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Disclaimer: The entire contents of this site are based upon the opinions of Dr. Mercola, unless otherwise noted. Individual articles are based upon the opinions of the individual author, who retains copyright as marked. The information on this particular site isn't intended to replace a one-on-one relationship with a qualified health care professional and is not intended as medical advice. It's intended as a sharing of knowledge and information from the research and experience of Dr. Mercola and his community. Dr. Mercola encourages you to make your own health care decisions based upon your research and in partnership with a qualified health care professional. In the event that you are pregnant, nursing, taking medication, or have a medical condition, consult your health care professional before using products based on this content.

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The experience of looking at The Sick Rose, which is a good-curated print presentation of images that are available on the Wellcome Images site, raises questions about historical medical pictures, and when and in what media it's proper to look at them. It's one thing to take a beautifully bound book aside into a silent armchair and have a one on one encounter with the face of a baby wizened by tertiary syphilis, or with a dignified man with a bulbous, untreated pendant tumor. It is another to see exactly the same faces flit by on Pinterest, Tumblr, or Twitter, in a jumble of other unrelated pictures and detached from the context of Barnett -providing scholarship.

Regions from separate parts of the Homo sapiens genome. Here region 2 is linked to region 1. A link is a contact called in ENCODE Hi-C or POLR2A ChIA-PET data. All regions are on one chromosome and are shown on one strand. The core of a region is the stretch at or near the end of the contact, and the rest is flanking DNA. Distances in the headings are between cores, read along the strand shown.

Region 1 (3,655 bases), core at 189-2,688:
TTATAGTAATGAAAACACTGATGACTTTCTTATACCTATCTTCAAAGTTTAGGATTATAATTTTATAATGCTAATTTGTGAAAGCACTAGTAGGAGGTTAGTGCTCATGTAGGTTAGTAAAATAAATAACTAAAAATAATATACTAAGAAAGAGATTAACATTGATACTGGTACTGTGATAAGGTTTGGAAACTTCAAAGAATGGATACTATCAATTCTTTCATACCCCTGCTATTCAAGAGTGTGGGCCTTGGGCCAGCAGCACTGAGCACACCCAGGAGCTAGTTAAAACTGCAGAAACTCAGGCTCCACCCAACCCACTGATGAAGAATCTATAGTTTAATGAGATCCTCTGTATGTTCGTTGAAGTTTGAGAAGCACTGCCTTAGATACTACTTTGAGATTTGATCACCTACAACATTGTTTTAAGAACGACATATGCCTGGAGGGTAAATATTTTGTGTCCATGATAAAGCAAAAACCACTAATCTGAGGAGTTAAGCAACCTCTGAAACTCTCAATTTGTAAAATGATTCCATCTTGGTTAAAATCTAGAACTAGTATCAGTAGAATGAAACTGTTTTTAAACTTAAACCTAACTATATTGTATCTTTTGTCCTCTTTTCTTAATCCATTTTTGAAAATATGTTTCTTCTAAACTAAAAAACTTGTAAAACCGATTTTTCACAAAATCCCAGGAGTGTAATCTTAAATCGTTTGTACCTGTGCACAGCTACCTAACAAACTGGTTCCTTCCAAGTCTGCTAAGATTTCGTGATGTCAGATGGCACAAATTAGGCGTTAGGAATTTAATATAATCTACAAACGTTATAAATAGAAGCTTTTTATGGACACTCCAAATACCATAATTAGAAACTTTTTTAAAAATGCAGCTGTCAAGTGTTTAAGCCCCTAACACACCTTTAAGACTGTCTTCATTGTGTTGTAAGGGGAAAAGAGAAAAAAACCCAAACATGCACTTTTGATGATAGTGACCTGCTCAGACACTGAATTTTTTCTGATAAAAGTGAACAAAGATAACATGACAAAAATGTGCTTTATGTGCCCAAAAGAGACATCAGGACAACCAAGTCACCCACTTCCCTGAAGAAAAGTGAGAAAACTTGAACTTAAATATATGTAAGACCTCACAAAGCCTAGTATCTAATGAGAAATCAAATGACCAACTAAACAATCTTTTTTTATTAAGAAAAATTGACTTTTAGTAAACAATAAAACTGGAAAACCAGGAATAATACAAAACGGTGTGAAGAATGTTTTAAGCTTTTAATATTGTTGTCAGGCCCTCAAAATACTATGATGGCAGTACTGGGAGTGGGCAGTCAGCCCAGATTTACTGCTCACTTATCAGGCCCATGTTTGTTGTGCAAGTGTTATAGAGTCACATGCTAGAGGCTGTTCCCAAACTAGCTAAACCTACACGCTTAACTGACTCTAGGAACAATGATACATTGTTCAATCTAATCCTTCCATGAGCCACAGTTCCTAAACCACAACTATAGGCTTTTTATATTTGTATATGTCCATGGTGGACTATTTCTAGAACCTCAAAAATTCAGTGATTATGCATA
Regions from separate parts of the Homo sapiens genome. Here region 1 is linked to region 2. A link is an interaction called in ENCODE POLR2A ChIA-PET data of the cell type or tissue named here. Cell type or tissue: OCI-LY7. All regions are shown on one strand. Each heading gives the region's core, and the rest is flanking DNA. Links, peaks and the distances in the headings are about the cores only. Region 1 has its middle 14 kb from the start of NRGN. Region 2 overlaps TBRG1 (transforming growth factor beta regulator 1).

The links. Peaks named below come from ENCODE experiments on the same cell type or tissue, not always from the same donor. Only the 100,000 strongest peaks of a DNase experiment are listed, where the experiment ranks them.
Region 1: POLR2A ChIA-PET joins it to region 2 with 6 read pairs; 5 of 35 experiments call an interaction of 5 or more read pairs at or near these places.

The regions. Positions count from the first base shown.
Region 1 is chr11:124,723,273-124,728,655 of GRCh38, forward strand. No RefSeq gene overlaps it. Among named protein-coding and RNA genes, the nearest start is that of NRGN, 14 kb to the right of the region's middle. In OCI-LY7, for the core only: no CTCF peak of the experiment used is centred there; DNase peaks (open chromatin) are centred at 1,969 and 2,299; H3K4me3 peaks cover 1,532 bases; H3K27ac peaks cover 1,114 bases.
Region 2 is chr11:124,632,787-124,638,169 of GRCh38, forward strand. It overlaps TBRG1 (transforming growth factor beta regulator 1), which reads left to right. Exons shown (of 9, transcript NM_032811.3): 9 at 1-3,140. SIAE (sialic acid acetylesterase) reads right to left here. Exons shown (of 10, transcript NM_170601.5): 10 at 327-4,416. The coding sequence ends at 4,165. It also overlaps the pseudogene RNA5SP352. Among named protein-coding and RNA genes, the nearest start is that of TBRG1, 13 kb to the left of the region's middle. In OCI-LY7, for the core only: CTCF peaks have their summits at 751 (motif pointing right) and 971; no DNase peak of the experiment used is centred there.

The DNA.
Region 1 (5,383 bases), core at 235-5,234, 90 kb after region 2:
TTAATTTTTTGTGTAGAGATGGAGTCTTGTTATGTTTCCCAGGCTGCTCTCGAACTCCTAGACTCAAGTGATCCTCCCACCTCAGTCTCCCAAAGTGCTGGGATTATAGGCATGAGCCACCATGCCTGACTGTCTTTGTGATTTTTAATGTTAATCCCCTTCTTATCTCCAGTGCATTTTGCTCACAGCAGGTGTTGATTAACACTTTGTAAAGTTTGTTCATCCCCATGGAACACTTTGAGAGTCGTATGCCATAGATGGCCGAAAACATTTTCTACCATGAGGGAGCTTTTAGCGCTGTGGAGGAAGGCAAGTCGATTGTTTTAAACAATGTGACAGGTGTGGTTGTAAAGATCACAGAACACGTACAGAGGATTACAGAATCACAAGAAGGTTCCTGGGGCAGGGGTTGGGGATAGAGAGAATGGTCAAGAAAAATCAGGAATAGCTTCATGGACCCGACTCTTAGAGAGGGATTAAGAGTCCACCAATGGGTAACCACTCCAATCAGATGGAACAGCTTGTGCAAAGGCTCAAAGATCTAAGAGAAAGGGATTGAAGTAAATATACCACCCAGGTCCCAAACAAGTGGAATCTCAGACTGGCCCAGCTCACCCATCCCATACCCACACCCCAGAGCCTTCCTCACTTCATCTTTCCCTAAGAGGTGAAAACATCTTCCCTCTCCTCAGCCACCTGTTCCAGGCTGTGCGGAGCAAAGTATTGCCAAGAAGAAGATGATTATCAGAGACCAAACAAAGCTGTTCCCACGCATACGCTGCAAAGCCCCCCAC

Afflictions, most of which are now rare in the Western world organize the Sick Rose: cholera, gout, tuberculosis, advanced stages of syphilis. Online, the patients' anguish runs the danger of being seen as vintage"---almost funny in its awful extremity and its distance from our own time. In a blog post about the procedure for assembling and later promoting The Sick Rose, Barnett admitted to a feeling of unease" about sending the images away into the world, worrying about the kitsch, understanding, and emptily ironized attitude" that could greet the images. (When Wired ran a slideshow of pictures from Sick Rose in May, for example, it was headlined Awesomely Gross Medical Illustrations From the 19th Century") Over Skype, Barnett told me: These are all images of something that happened to someone somewhere. They're not visualized."